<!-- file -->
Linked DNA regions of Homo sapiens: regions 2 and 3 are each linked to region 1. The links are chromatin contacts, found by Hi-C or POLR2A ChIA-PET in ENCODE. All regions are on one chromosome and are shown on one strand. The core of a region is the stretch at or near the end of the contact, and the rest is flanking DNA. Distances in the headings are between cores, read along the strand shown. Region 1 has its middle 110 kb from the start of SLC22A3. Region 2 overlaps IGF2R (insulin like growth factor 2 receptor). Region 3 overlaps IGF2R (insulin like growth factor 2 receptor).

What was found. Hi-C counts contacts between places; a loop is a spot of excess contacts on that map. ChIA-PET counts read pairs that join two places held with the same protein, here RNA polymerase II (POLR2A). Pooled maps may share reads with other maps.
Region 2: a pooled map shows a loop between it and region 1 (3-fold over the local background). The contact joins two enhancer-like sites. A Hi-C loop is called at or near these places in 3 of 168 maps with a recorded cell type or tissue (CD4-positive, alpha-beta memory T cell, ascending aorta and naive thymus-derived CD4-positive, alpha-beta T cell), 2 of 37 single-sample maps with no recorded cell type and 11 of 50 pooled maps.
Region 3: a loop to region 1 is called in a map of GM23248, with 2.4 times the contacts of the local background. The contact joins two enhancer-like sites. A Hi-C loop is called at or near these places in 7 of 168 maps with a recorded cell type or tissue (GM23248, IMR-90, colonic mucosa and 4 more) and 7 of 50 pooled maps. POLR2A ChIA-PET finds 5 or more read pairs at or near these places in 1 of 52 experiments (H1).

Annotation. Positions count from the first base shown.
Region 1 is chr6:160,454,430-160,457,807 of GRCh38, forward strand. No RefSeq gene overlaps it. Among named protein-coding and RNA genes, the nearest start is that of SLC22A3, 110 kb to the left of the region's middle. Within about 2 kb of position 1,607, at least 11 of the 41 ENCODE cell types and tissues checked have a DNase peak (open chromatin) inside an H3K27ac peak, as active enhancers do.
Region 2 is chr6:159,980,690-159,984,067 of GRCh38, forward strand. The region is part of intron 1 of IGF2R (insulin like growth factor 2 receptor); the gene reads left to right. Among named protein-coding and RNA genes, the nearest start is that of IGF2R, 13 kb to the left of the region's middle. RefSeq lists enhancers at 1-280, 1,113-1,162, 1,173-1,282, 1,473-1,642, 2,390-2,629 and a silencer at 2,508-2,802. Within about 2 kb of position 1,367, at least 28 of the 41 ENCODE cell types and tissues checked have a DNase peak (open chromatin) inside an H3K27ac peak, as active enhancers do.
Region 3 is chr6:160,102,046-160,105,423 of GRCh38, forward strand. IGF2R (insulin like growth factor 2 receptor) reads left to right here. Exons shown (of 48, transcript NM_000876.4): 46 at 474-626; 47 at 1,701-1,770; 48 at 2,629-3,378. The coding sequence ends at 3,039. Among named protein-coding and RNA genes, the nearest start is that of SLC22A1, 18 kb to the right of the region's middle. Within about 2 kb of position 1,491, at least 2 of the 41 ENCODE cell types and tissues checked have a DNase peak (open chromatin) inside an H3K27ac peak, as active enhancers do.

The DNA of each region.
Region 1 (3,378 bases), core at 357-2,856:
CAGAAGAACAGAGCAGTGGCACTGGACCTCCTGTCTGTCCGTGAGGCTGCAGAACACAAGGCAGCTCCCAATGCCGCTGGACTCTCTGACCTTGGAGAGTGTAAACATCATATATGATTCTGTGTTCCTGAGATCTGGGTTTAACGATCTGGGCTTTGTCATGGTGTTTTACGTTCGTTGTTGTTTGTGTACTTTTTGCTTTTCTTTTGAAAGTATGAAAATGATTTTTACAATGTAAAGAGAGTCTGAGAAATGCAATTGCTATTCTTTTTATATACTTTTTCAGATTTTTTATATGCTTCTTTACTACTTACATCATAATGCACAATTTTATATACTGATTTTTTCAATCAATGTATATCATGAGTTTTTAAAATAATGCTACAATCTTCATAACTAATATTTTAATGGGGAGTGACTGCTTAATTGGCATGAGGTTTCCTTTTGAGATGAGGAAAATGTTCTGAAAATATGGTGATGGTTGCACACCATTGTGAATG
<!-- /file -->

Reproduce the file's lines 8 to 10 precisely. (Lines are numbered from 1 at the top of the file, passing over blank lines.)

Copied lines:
Region 3 is chr6:160,102,046-160,105,423 of GRCh38, forward strand. IGF2R (insulin like growth factor 2 receptor) reads left to right here. Exons shown (of 48, transcript NM_000876.4): 46 at 474-626; 47 at 1,701-1,770; 48 at 2,629-3,378. The coding sequence ends at 3,039. Among named protein-coding and RNA genes, the nearest start is that of SLC22A1, 18 kb to the right of the region's middle. Within about 2 kb of position 1,491, at least 2 of the 41 ENCODE cell types and tissues checked have a DNase peak (open chromatin) inside an H3K27ac peak, as active enhancers do.

The DNA of each region.
Region 1 (3,378 bases), core at 357-2,856: